Toomanycats99 Sun 08-Mar-20 07:53:29


No agree - there are mixed classes - they stream for some I think but definitely not all.

I guess it just 'ups' the overall proportion of slightly higher achievers in the school!

That said I still think it's a good school.

NewModelArmyMayhem18 Sun 08-Mar-20 08:04:24

Agree about it being a good school @Toomanycats99, although isn't Glenthorne the highest achieving non-grammar in the borough (with the exception of St Phil's).

Toomanycats99 Sun 08-Mar-20 08:06:27

Think it might be - I hear mixed things about glenthorne - good things but also overly strict on discipline.

MagicMM Mon 09-Mar-20 10:20:31

I believe about 2 years ago greenshaw went to 70 ish by the Feb half term of y7!

Thank you! This is the information that I was after. So, even after they start in Sept movements are still possible, interesting. Ok, great.

Re Greenshaw -
Yes, the headteacher said that in Greenshaw they mix all the kids and do not separate the ability kids somehow. So, some people treat the school like a comprehensive and it is a comprehensive not selective school. There are mixed feelings about the school so it is down to your own individual feelings and preferences smile

Re riddlesdown -
Yes, it is in Croydon/purley and they have 49 ability places which we applied and DS is in the WL.
@Darbs76, thank you!

OP’s posts: |
NewModelArmyMayhem18 Mon 09-Mar-20 10:42:12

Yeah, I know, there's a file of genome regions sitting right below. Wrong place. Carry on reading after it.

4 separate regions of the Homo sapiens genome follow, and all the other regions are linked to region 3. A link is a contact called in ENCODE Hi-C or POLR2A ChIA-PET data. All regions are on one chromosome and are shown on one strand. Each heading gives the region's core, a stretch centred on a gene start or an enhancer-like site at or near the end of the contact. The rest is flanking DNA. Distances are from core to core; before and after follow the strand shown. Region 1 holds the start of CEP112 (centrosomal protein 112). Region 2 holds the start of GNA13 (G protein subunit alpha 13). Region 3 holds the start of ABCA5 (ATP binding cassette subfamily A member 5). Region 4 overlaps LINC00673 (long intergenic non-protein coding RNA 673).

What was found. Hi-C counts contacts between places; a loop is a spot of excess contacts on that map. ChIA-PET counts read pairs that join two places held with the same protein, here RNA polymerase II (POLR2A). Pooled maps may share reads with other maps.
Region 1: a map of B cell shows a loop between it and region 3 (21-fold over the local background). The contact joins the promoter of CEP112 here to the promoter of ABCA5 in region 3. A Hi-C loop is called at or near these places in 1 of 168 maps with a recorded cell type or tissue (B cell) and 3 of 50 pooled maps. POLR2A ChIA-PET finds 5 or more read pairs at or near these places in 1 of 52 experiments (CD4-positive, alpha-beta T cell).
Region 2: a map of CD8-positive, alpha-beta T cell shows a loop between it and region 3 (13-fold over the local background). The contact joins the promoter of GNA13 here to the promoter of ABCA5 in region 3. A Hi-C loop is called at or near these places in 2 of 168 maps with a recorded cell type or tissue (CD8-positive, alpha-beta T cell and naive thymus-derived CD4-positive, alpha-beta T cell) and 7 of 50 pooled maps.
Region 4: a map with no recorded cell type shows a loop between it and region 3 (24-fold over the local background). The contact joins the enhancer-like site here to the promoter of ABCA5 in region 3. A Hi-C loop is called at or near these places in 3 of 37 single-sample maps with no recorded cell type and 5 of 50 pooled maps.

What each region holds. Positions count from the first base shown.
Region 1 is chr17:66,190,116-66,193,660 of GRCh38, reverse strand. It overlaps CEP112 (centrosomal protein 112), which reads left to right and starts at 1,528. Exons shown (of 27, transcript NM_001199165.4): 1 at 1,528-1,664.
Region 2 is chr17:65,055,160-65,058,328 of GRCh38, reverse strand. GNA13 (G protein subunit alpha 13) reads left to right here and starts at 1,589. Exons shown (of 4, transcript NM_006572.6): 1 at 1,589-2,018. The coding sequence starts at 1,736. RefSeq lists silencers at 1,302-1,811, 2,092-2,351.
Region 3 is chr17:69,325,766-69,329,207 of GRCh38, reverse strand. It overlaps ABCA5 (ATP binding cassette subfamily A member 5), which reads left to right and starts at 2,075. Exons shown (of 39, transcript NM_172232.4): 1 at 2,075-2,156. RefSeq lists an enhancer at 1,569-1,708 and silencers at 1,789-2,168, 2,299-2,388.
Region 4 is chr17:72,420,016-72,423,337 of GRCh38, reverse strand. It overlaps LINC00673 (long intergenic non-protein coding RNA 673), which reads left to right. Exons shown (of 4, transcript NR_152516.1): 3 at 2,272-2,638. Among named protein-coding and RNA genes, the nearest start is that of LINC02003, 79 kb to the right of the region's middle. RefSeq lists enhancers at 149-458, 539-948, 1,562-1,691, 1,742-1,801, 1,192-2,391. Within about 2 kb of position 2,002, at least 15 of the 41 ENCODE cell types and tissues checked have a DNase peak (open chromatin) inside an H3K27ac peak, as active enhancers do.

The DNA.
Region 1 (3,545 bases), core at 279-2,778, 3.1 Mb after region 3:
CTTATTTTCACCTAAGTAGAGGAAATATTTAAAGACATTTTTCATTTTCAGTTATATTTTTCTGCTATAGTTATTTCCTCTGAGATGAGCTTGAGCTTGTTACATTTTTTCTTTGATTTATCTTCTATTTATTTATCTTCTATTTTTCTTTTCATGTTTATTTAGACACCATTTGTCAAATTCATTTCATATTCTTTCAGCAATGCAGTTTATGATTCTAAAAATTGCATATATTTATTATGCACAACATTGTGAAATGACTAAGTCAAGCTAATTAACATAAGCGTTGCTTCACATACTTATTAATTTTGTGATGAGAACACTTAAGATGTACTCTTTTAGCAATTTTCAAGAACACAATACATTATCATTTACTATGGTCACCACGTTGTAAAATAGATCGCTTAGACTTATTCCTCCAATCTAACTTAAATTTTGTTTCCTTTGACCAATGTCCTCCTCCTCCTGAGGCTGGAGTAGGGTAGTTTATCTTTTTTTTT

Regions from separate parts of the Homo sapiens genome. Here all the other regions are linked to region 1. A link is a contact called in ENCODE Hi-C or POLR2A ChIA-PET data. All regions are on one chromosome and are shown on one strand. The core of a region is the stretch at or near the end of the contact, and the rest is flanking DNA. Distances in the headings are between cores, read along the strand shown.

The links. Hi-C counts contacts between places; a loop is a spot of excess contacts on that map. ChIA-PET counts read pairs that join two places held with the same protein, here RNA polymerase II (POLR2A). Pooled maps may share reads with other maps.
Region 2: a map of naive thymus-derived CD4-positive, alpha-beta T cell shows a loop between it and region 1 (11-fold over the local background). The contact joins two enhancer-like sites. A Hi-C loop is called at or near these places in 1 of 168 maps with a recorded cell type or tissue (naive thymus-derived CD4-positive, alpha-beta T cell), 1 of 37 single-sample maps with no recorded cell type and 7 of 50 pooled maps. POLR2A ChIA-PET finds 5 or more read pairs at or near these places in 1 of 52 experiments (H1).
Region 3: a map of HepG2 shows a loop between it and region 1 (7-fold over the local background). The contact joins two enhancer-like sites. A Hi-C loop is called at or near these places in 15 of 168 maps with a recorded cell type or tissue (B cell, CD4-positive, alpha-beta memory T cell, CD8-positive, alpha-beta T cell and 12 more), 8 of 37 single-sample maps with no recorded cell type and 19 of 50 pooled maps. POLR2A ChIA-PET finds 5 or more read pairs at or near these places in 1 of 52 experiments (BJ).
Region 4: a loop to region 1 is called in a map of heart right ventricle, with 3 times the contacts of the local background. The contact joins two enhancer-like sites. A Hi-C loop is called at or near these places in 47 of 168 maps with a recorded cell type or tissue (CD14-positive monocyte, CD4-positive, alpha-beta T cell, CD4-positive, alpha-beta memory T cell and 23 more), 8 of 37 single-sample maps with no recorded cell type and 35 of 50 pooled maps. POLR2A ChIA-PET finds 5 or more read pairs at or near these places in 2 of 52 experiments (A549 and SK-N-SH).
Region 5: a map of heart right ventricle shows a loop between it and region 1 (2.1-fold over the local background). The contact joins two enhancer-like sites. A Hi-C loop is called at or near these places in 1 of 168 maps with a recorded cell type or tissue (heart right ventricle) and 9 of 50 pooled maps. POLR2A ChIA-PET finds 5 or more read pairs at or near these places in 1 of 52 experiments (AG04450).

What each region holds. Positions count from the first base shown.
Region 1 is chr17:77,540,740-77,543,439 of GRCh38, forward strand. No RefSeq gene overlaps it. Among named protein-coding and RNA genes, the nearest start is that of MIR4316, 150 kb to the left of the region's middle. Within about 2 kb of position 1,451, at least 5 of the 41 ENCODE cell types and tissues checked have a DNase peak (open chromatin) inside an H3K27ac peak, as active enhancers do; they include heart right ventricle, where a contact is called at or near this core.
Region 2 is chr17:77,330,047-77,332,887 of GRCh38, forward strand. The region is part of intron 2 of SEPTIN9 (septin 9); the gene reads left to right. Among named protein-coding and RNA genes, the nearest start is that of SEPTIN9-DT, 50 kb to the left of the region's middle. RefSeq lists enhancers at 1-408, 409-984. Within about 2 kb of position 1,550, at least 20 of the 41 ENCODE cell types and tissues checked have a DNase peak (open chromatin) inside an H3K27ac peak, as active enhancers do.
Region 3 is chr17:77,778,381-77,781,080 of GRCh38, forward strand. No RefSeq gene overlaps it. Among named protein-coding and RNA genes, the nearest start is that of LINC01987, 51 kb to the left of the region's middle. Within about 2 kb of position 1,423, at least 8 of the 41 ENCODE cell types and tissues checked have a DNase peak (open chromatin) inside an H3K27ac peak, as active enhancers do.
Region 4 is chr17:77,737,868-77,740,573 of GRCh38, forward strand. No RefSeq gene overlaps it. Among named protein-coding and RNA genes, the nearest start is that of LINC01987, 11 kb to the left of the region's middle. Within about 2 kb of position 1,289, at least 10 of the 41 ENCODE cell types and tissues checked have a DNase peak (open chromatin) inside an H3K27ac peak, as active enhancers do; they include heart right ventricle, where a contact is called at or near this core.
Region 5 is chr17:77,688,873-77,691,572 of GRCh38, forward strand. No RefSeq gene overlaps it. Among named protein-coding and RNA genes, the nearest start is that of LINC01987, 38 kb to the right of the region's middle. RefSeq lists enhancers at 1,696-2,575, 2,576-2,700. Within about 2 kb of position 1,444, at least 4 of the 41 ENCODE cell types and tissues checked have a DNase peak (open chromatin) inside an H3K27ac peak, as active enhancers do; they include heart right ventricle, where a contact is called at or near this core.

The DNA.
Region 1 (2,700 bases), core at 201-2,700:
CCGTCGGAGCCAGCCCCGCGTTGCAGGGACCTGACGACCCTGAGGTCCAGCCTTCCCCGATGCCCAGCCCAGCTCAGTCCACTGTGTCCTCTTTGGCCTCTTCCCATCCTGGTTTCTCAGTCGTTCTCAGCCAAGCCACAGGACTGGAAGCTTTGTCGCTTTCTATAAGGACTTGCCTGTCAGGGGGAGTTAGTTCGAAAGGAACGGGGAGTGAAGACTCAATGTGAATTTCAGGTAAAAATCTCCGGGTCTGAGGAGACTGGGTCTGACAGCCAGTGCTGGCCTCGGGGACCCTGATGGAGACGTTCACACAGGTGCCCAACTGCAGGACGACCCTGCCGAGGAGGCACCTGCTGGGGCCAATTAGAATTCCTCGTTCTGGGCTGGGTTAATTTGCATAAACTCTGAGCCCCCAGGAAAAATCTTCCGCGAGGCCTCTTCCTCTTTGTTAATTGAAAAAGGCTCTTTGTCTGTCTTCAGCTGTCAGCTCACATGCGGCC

Thank you! This is the information that I was after. So, even after they start in Sept movements are still possible, interesting. Ok, great. You may find a DC woudn't be too keen to move schools six months into settling in though...

What school has your DC been offered then @OP?

VadenuRewetje Mon 09-Mar-20 10:51:03

You may find a DC woudn't be too keen to move schools six months into settling in though

indeed. whilst it's possible for a place to come up in September or October, usually it's not in the child's nest interests to change destination school by that point. the reason a school might get to position 70ish on the waiting list will in part be families of candidates 5-69 deciding that the instability of a last minute change would be worse for the child than whatever alternative school they have compromised on.

if you are really desperate for this place then consider home education as a temporary stop-gap until an acceptable place emerges - starting a school that isn't great whilst still hoping for an escape that may never come would be awful - when your DC does start a senior school it needs to be with positivity and commitment.

NewModelArmyMayhem18 Mon 09-Mar-20 10:55:42

Also, you may find your DC, depending on temperament, would thrive in a comprehensive as one of the brightest, in a way that he potentially might not in a super-selective school.

MagicMM Mon 09-Mar-20 11:12:18

agree with all and yes, it depends smile

OP’s posts: |
MagicMM Mon 09-Mar-20 11:17:04

People change their minds, and me too.;)

for instance this morning I woke up thinking that it is so unfair to others if I appeal and got a place via appeal so maybe I will not go ahead with an appeal because of that!

So maybe even thinking now that selective/partially selective is best for my bright kid I may decide ,as you said, that being top in comprehensive school would suit him better. All depends on what friends they will make when start in Sept. smile

OP’s posts: |
NewModelArmyMayhem18 Mon 09-Mar-20 11:27:11

I wouldn't worry about finding like-minded friends. Children/young adults, like their grown-up counterparts, tend to gravitate towards friends from similar backgrounds.

DD at a 'leafy comprehensive' which nevertheless spans the socio-economic gamut. She is not in the top set but nevertheless has a very 'naice' friendship group.